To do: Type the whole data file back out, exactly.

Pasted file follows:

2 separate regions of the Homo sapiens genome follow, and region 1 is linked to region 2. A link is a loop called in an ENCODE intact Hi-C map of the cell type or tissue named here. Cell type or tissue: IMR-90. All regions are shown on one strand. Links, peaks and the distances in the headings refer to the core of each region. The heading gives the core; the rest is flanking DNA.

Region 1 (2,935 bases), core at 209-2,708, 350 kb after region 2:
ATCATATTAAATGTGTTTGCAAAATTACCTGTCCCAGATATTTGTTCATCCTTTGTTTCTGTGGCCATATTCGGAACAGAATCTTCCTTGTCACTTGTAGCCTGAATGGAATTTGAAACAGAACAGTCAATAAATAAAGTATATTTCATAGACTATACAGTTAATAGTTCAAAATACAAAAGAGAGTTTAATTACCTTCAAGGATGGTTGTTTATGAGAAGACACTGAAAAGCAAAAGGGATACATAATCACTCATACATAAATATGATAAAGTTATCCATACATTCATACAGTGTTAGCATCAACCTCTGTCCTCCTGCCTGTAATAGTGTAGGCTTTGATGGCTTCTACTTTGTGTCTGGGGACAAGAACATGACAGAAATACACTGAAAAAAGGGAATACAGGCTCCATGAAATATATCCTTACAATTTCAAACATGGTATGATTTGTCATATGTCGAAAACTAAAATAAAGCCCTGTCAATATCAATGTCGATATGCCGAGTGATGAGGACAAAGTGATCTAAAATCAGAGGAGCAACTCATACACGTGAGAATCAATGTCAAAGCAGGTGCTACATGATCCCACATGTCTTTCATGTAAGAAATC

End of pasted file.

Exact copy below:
2 separate regions of the Homo sapiens genome follow, and region 1 is linked to region 2. A link is a loop called in an ENCODE intact Hi-C map of the cell type or tissue named here. Cell type or tissue: IMR-90. All regions are shown on one strand. Links, peaks and the distances in the headings refer to the core of each region. The heading gives the core; the rest is flanking DNA.

Region 1 (2,935 bases), core at 209-2,708, 350 kb after region 2:
ATCATATTAAATGTGTTTGCAAAATTACCTGTCCCAGATATTTGTTCATCCTTTGTTTCTGTGGCCATATTCGGAACAGAATCTTCCTTGTCACTTGTAGCCTGAATGGAATTTGAAACAGAACAGTCAATAAATAAAGTATATTTCATAGACTATACAGTTAATAGTTCAAAATACAAAAGAGAGTTTAATTACCTTCAAGGATGGTTGTTTATGAGAAGACACTGAAAAGCAAAAGGGATACATAATCACTCATACATAAATATGATAAAGTTATCCATACATTCATACAGTGTTAGCATCAACCTCTGTCCTCCTGCCTGTAATAGTGTAGGCTTTGATGGCTTCTACTTTGTGTCTGGGGACAAGAACATGACAGAAATACACTGAAAAAAGGGAATACAGGCTCCATGAAATATATCCTTACAATTTCAAACATGGTATGATTTGTCATATGTCGAAAACTAAAATAAAGCCCTGTCAATATCAATGTCGATATGCCGAGTGATGAGGACAAAGTGATCTAAAATCAGAGGAGCAACTCATACACGTGAGAATCAATGTCAAAGCAGGTGCTACATGATCCCACATGTCTTTCATGTAAGAAATC